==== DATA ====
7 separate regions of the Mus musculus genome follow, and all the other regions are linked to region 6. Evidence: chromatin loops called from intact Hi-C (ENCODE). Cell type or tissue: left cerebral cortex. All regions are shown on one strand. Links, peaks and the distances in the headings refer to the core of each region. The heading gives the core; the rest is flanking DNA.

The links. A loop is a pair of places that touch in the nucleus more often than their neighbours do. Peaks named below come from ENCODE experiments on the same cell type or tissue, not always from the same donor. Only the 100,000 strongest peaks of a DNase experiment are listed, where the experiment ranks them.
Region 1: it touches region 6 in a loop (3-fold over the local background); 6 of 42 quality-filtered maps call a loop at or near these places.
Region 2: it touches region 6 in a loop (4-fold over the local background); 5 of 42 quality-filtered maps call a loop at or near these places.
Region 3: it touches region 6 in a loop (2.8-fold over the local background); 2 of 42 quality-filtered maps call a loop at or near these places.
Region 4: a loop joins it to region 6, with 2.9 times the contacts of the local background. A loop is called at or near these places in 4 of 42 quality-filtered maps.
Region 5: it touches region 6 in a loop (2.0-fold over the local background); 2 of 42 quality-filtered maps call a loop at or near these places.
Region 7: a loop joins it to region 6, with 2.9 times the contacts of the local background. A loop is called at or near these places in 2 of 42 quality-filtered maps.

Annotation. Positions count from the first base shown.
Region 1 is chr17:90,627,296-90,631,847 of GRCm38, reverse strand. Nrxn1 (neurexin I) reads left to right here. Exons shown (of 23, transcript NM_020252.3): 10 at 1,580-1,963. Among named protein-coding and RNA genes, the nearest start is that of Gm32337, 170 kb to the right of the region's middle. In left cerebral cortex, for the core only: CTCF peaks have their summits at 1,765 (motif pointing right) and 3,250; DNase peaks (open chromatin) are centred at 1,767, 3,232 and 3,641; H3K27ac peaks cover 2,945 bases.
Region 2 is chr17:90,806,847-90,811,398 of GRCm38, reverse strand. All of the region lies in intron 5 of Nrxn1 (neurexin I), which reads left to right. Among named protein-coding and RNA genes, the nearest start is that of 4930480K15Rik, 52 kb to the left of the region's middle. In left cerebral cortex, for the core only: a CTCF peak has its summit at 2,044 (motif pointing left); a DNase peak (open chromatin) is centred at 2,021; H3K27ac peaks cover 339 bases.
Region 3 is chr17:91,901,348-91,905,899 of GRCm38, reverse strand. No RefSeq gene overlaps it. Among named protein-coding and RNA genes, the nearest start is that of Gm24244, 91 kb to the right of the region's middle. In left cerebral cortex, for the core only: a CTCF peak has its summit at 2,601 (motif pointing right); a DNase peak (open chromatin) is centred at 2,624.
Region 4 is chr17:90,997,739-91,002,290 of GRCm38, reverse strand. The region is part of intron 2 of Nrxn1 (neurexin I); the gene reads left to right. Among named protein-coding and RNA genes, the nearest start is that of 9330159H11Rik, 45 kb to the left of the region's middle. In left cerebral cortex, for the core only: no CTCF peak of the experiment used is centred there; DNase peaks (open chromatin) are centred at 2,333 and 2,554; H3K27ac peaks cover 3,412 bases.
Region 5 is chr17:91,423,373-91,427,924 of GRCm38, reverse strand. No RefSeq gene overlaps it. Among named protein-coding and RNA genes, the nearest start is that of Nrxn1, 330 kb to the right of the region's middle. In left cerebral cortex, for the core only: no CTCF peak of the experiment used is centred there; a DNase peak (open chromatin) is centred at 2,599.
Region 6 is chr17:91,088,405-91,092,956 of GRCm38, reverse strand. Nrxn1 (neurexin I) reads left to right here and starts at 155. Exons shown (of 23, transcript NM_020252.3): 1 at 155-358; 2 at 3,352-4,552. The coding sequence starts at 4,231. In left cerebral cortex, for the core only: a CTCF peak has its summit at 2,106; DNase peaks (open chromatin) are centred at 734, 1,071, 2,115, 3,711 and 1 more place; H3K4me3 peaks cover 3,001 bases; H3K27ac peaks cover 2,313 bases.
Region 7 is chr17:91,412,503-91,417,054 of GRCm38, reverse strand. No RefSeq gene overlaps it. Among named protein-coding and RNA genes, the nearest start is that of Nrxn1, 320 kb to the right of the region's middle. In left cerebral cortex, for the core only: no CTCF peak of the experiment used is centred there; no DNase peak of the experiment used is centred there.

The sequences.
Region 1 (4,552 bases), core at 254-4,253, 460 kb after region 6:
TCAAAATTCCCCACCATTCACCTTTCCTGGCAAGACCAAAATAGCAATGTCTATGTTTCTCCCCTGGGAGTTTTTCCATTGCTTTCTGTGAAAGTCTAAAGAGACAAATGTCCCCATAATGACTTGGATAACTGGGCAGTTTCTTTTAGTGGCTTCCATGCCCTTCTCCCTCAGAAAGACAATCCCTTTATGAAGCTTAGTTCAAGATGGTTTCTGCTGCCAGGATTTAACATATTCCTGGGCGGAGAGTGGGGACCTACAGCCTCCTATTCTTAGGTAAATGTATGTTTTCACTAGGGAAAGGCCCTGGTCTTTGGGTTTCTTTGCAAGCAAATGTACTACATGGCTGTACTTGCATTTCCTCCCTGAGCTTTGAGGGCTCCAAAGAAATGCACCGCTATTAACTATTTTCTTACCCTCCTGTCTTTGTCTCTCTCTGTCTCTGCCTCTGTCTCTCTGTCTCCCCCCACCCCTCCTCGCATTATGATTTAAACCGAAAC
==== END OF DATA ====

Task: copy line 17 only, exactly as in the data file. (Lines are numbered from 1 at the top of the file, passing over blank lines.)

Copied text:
The sequences.